Dr. Bruce Reinig is one of two professors to teach multiple classes in the SDSU sports MBA program: Operations and Supply Chain Management in the summer and Business Analytics in the fall. Reinig, the 2012 sports MBA Faculty of the Year honoree, takes the baton from Dr. Lackritz to teach real-life applications of statistical concepts. In this professor interview, Reinig discusses the material taught in his classes, a few of his favorite sports-related studies and why people should never gamble on sports.
Bruce Reinig: The role that statistics plays in the scientific method; hypothesis testing in particular. I think that of all the subjects that are taught at a university, the scientific method is the most important. To advance as a civilization I think the road is through science, and statistics plays an important role in that process.
MS: What do you like about teaching in the sports MBA program?
BR: I genuinely like the students. The students are a diverse set from all over the country and the world really, and the fact that the students are part of an ongoing cohort is nice. Their groups appear quite close with each other, and it tends to be a dedicated group with a real common interest in entering the sports business. There are real synergies created by bringing this group of students together.
The program is also well-suited for San Diego State; it is an area that we have a competitive advantage. It is a program that SDSU can offer that our competitors cannot easily replicate because we have a lot of resources around us that can serve students’ interest in sports management. A high ranking university in a smaller community would have a tough time competing with us because of the resources available in San Diego County.
MS: Going back to our first class, what do you hope students get out of the Operations and Supply Chain Management course?
BR: I would like students to be able to make better business decisions and do so by modeling the tradeoffs that naturally occur when you confront real world decisions. I especially like forecasting because it’s critical to every business, and students are often able to incorporate the knowledge into their work when they graduate.
MS: What makes forecasting such a critical concept for MBA students to have in their toolbox coming out of school?
BR: It affects virtually every decision in the organization. If you have a business that you’re going to open tomorrow, then your staffing and your inventory all rest on your forecasting, what you believe demand’s going to be.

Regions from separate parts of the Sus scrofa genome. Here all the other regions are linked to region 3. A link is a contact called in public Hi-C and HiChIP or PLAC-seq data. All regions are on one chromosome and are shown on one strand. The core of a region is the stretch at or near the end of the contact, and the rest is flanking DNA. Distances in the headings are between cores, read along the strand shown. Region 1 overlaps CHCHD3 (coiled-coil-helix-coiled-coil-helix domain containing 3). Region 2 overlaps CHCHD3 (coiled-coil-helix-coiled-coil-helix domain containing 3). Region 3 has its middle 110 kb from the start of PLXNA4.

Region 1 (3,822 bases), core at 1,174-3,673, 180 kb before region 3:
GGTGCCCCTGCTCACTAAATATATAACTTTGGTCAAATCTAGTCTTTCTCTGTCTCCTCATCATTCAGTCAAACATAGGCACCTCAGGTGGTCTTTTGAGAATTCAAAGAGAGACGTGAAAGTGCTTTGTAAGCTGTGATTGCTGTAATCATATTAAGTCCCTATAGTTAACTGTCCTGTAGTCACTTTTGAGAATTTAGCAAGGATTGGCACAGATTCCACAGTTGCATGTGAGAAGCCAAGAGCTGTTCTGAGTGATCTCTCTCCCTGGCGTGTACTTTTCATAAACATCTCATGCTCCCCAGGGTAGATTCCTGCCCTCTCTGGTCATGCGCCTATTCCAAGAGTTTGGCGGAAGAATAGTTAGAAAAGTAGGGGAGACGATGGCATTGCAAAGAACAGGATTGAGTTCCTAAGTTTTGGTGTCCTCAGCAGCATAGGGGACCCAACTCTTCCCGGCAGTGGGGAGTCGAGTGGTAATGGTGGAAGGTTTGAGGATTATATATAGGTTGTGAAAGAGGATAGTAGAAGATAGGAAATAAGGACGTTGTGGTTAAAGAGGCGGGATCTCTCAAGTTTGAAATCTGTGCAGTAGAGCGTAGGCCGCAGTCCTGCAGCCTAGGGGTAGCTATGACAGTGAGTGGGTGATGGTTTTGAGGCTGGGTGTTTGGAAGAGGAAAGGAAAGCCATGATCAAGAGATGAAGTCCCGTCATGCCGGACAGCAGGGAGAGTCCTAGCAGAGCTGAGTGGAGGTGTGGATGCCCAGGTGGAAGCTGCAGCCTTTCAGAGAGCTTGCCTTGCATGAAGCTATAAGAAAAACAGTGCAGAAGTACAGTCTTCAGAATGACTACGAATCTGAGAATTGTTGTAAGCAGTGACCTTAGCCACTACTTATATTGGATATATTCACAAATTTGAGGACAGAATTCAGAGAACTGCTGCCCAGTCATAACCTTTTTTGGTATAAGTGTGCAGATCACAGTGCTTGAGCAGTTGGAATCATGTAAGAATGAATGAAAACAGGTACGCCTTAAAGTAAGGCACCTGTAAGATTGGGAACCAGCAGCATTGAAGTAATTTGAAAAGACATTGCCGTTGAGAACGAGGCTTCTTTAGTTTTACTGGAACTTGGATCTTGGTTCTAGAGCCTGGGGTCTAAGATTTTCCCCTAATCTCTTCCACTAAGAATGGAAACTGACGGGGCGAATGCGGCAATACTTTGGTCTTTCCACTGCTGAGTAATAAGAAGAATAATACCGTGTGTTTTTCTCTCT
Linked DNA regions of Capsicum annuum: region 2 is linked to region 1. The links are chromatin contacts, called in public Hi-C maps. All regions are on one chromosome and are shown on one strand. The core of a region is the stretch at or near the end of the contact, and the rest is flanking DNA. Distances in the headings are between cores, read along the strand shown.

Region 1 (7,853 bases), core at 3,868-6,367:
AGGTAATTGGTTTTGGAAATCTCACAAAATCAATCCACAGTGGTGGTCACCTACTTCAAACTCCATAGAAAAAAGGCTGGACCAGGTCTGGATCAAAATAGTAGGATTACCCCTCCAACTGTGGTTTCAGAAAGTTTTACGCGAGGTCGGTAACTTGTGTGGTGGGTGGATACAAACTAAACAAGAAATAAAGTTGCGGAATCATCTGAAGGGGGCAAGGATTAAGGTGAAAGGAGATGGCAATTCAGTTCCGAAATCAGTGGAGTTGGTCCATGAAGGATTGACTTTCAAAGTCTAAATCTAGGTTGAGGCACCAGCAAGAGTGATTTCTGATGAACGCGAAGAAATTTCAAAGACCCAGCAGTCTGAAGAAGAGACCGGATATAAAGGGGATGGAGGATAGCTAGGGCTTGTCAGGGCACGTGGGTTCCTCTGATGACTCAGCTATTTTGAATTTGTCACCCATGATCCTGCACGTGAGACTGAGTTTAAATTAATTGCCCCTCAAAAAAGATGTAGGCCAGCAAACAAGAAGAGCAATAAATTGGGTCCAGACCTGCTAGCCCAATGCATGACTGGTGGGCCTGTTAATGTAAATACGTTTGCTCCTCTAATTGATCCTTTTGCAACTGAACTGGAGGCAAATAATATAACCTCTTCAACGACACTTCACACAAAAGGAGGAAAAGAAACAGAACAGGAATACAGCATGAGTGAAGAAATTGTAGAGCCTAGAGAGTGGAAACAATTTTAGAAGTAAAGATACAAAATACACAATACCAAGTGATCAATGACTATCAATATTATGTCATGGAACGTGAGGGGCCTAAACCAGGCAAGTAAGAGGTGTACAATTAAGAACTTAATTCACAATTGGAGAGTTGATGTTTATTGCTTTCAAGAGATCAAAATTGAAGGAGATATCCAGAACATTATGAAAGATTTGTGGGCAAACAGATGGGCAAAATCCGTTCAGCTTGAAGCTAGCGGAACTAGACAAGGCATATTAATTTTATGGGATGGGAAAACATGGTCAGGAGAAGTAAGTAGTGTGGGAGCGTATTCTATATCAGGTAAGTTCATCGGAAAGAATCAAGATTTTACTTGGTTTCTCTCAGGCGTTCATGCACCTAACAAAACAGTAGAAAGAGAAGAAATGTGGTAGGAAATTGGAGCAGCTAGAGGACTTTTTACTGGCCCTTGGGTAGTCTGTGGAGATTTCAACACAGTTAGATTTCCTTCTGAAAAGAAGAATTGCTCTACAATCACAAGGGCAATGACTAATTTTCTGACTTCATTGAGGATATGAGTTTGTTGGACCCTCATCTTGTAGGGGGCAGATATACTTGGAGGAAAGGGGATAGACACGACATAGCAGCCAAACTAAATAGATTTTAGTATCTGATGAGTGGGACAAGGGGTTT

MS: We spent a day doing an SAP simulation. What do you like about that bringing together many of the concepts we learned in class?
BR: The SAP simulation gives students a sense of the various types of information that are needed to effectively manage inventory. Students need to make estimations of industry demand and figure out which of their products are selling and decide how much they should invest in marketing. Participants in the simulation have to bring multiple information resources to bear in a very short time period, and you get to see how technology can help enable that process.
MS: Business Analytics is a new class to SMBA. Why do you think it was an important addition to our curriculum?
BR: I think the skill set in the class is important to graduating MBA students. Employers are continually looking for more analytical skills, and among MBAs there’s a higher expectation placed on you entering the job market in terms of what your analytical skills are going to be. I see the class as really helping the students improve in the workplace.
MS: Why do you love logistic regression so much?
BR: I like logistic regression because it allows us to model the probability that some particular event will or will not occur. There’s a certain amount of beauty in how the model works. It goes back to the role of science in modeling in that you can see what factors actually influence whether or not some outcome occurs and you can separate that out. It’s the ability to address a whole class of problems that multiple regression is unable to address.
MS: What are some of the tools from this class you hope students take to their future jobs?
BR: I hope that students can break down a dataset in Excel, analyze the data, and communicate that knowledge effectively to others in a presentation or report. I think virtually every student will be tasked with making data-driven decisions and the concepts taught in the course can help improve that process more than the specific tools. And I think MBAs need strong analytical skills to be competitive in the job market. This includes classification, prediction, forecasting, cluster analysis and all of the topics covered in the class.